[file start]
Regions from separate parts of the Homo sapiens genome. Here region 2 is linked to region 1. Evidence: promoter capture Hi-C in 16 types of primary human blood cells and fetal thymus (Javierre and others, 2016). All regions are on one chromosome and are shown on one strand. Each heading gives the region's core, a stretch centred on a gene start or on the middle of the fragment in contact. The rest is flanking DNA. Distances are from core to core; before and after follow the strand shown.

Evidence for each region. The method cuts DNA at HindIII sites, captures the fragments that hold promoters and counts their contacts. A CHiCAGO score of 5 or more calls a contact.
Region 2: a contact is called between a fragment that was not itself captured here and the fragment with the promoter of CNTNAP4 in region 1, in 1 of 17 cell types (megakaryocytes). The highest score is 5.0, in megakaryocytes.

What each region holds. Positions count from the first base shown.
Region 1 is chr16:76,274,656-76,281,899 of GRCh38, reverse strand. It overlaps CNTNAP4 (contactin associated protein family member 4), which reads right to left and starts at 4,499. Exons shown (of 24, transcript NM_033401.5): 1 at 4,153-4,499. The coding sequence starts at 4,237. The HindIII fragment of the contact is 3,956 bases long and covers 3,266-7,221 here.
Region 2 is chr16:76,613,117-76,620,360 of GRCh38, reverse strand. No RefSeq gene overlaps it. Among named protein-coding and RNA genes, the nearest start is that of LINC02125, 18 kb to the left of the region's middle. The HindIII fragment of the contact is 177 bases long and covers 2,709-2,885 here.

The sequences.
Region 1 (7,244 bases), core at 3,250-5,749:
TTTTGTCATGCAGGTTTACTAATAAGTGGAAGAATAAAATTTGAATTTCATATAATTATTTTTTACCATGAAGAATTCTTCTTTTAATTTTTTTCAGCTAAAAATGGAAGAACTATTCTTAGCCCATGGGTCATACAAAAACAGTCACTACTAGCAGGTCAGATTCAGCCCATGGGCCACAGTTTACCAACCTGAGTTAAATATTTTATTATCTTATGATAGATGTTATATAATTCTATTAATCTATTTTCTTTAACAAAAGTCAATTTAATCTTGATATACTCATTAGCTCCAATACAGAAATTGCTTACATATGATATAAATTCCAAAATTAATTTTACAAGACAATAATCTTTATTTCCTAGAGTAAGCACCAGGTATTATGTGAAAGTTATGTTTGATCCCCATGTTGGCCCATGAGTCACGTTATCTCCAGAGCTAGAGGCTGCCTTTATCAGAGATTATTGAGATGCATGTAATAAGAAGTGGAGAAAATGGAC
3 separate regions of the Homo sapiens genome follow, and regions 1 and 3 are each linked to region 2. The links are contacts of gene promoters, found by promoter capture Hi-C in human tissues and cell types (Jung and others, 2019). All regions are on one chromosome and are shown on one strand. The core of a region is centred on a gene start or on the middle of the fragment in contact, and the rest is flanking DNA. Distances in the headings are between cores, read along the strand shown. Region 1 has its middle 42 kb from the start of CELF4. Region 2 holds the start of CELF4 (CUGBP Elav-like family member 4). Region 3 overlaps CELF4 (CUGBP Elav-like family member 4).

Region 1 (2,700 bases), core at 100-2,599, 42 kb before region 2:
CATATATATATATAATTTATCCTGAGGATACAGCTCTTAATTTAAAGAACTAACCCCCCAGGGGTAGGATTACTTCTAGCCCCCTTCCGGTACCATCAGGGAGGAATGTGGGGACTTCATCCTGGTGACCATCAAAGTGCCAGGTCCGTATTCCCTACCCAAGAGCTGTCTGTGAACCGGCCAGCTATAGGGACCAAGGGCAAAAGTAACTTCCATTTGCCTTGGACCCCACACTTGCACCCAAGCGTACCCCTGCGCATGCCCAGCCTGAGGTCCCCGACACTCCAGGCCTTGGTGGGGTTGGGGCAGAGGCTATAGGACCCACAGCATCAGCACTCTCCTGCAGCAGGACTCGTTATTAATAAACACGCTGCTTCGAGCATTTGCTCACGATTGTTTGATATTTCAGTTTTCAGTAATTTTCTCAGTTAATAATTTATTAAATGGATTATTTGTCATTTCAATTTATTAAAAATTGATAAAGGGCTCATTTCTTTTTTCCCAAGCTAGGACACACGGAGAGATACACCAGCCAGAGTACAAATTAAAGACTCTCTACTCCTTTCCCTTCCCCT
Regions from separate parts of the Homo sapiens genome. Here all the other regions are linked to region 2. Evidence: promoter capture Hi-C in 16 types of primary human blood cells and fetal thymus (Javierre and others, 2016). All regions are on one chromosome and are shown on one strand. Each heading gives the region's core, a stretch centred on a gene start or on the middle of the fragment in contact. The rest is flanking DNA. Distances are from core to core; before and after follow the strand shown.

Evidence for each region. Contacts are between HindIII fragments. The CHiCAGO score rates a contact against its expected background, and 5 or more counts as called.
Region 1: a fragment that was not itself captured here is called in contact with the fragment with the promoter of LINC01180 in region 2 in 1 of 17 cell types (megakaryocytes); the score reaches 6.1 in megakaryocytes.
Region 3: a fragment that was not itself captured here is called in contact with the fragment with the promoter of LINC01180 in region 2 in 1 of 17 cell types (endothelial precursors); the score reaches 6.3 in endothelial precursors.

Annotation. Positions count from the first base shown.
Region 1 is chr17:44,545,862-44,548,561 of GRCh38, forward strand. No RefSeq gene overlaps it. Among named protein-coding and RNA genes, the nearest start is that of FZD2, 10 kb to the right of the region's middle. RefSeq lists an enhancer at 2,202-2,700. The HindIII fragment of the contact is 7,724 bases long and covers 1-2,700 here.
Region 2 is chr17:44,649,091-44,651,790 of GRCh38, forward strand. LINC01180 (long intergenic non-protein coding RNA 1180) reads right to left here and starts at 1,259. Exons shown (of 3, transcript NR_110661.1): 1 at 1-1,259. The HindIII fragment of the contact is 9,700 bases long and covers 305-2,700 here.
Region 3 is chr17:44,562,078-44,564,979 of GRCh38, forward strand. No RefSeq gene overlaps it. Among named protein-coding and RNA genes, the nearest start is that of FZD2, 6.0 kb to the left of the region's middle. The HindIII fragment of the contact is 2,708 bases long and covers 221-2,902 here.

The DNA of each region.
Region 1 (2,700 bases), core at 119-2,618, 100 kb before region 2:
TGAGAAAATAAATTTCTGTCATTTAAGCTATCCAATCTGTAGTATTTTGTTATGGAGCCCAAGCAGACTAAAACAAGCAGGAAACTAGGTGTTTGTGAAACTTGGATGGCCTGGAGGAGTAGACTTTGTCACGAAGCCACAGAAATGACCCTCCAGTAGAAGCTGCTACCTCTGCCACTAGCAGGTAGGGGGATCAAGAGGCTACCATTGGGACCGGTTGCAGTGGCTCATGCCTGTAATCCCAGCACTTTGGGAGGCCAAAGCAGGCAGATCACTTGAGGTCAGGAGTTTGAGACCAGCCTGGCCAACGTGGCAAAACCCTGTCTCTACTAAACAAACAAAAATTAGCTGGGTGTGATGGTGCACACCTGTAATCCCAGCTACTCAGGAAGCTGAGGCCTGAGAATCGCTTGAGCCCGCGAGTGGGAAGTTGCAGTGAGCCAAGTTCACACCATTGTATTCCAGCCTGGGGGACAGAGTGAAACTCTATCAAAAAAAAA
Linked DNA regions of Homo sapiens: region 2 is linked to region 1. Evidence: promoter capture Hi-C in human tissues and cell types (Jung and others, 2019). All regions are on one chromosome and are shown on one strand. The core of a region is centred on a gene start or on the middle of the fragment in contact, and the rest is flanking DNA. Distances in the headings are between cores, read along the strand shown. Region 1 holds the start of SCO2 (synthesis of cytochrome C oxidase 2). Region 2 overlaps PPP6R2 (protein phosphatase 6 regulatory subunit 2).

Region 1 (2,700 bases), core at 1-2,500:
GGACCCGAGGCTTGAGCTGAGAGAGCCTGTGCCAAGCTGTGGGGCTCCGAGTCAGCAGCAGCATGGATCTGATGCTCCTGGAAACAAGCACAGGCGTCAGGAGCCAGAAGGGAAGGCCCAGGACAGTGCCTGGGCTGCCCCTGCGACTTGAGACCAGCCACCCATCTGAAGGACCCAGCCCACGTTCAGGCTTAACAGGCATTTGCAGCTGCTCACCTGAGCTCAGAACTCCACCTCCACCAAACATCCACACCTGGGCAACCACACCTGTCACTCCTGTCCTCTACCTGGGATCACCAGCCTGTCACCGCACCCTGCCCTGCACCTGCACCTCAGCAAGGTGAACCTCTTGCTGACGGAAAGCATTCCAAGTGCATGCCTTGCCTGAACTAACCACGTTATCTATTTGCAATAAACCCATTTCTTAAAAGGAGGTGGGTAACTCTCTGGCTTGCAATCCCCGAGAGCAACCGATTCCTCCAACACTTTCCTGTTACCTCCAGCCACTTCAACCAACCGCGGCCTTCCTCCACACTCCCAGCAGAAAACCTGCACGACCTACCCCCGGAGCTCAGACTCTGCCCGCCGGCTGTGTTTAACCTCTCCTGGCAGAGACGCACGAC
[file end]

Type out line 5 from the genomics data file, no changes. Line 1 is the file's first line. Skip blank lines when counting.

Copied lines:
Region 1 is chr16:76,274,656-76,281,899 of GRCh38, reverse strand. It overlaps CNTNAP4 (contactin associated protein family member 4), which reads right to left and starts at 4,499. Exons shown (of 24, transcript NM_033401.5): 1 at 4,153-4,499. The coding sequence starts at 4,237. The HindIII fragment of the contact is 3,956 bases long and covers 3,266-7,221 here.